When I saw Tim was getting back into gear with Label Obscura, I got in touch about doing this release. I knew he was really into zines, history, and records. I’ve always loved the way punk bands have four labels from four different countries putting out their releases because I’m super into that kind of collaboration. I sent Tim the music and the artwork for our album and he was really into it too. He’s working like a madman right now on these reissues of classic Canadian albums.
Can you tell me a bit about Julien Pacaud creating the album’s artwork?
He’s sort of a genius surrealist collage artist for Paris. He works for Fuji, The New York Times, and bigger companies like that, but there’s no difference between his commissioned work and his personal work. It all blends into this big world he’s created, and he makes music and videos too. He’s been making one collage per day for years and years, and his work has been copied so many times. Every piece has a weird title, so he’s almost like the David Lynch of collages. If you read the biography on his website, he’s working on time travel too.
I discovered him around 2003. We exchanged maybe five emails, then I sent him a CD, and he sent me back a CD of his music. He offered to do a poster for some shows we did. At one point I sent him some high-res scanned photos of the Quebec Bridge, and wrote him maybe five lines about the project for this album. The whole thing was burlesque and weird, and he really understood it. He sent me back an email with the artwork, and that was it. We’ve never met or even talked [over the phone], so we will finally will at the album release event.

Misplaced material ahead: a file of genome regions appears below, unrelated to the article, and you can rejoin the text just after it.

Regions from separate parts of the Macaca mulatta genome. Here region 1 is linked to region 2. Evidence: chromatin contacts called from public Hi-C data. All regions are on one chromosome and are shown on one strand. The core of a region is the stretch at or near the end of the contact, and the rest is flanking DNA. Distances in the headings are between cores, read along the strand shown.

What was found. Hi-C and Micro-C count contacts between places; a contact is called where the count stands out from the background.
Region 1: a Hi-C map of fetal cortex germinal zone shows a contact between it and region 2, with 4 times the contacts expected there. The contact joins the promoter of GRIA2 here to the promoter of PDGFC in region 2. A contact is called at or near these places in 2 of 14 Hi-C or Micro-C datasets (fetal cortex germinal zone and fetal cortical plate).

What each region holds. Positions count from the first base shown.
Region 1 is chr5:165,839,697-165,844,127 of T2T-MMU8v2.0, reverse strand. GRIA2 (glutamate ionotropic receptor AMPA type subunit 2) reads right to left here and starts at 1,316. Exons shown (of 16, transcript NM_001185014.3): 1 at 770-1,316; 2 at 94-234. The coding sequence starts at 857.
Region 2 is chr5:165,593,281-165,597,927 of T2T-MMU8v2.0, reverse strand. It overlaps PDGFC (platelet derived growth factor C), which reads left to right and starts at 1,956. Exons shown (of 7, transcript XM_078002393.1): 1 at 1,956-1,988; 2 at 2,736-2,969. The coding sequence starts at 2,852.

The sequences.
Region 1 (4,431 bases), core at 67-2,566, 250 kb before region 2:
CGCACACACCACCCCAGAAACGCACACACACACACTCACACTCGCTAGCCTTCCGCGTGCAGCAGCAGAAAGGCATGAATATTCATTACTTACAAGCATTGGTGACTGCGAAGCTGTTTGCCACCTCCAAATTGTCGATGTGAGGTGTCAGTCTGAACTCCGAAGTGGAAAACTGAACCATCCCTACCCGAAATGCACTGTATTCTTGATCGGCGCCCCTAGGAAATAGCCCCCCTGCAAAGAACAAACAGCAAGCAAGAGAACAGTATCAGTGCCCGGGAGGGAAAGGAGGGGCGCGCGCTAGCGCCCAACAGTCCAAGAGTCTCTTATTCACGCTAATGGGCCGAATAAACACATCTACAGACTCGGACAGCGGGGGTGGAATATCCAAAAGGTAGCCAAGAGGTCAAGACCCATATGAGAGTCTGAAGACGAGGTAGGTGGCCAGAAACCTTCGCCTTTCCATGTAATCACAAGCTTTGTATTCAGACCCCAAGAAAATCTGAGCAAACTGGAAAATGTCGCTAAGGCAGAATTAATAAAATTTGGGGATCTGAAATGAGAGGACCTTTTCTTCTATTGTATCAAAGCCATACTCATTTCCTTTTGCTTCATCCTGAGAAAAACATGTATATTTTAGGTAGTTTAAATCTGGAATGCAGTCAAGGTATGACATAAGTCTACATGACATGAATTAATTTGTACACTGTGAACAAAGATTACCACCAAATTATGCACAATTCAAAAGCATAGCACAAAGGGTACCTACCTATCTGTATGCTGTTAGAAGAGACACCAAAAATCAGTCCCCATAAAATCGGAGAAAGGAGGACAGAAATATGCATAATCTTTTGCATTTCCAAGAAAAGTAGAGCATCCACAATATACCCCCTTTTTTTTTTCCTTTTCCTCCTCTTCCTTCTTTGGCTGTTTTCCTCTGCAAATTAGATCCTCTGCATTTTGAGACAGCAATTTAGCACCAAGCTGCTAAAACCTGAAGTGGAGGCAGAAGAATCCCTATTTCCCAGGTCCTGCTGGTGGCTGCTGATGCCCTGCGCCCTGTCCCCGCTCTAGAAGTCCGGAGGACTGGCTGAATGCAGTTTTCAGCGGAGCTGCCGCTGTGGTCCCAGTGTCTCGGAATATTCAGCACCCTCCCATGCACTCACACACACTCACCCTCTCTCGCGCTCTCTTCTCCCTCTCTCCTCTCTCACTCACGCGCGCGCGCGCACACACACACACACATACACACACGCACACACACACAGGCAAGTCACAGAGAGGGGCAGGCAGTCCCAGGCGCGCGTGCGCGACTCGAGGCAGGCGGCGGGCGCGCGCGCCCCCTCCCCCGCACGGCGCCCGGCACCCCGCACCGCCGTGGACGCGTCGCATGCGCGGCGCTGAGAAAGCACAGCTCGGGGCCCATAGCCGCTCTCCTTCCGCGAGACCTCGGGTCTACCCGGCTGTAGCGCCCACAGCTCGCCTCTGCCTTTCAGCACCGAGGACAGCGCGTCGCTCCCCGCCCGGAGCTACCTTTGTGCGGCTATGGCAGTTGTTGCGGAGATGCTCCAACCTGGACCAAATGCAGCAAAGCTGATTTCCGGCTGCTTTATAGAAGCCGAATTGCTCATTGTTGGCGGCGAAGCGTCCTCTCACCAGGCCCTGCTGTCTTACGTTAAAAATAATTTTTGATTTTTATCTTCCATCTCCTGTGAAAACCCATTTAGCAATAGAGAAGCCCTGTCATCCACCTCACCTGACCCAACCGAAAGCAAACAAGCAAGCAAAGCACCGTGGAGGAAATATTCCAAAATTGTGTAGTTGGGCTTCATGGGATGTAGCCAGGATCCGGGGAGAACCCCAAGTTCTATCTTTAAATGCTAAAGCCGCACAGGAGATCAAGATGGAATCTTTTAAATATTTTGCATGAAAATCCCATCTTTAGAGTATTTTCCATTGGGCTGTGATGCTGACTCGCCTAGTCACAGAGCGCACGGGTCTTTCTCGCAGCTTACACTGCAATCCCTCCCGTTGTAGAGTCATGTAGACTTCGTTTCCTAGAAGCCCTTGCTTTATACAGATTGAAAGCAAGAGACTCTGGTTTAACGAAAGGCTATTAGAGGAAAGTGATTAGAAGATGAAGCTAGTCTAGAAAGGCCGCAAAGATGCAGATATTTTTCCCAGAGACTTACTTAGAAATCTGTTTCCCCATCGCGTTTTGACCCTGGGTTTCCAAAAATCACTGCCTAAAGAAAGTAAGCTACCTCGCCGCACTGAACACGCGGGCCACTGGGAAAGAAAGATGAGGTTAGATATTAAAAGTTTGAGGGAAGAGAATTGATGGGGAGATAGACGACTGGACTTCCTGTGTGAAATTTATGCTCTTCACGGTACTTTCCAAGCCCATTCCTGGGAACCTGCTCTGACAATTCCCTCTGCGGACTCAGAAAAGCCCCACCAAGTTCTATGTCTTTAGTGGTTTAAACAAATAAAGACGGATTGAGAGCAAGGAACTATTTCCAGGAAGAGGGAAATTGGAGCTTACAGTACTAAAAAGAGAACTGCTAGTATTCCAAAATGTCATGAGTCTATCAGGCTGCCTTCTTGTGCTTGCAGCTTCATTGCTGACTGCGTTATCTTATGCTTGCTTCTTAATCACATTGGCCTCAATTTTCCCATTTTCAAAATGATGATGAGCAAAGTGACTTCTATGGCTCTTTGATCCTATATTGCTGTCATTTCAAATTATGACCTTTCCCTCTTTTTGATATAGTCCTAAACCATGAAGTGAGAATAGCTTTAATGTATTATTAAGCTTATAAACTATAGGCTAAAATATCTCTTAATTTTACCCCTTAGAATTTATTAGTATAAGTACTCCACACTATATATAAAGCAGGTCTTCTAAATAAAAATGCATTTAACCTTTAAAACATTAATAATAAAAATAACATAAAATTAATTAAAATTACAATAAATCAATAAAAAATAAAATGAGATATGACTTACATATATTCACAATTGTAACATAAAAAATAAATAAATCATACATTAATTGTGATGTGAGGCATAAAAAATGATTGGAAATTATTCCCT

How will you present this music and the reissue of the album?
We’re not doing a live performance. It will be an art show with Julien’s framed collages and a listening party at my friend’s gallery here in town, and Julien will be there. The project is a celebration of the 100th year of the bridge as much as the music and his art. I always have the cover art ready before I start recording.
This album was originally supposed to be released on vinyl from a different label in 2006, and Julien had prepared everything. That label backed down at the time, so now we finally get to celebrate those pieces of his art as well. I don’t know how it worked, but he liked the project enough to work on all of these things for free. Now this year he’s created three new prints of the Quebec Bridge as well. There will be postcards included with every record.
What are (swedish) Death Polka and P572 doing next?
I have two new albums that I want to release. One will be solo piano, and the other will include brand new songs from (swedish) Death Polka.
I’m also starting a sub-label for digital releases and postcards. That’s taking the fun back from working on vinyl releases that take forever. No one else is doing what me and my friend Seb do with P572. There are no grants and no money. I don’t sleep or eat much, but I’ve been at it 24/7 for the last 13 years.
This album is a reissue, but it’s sort of like a new album as well because it’s a new mix and master, and a lot of people have never heard it. Everything Label Obscura is releasing comes from a nostalgic place, but I think there will be a lot of things people discover for the first time, like The Nils. I’m really happy and proud that we’re the first band Label Obscura has released from Quebec City. There’s French Canada and Anglo Canada but I find it weird that even with the Internet people don’t know what’s happening in the music scenes of different provinces.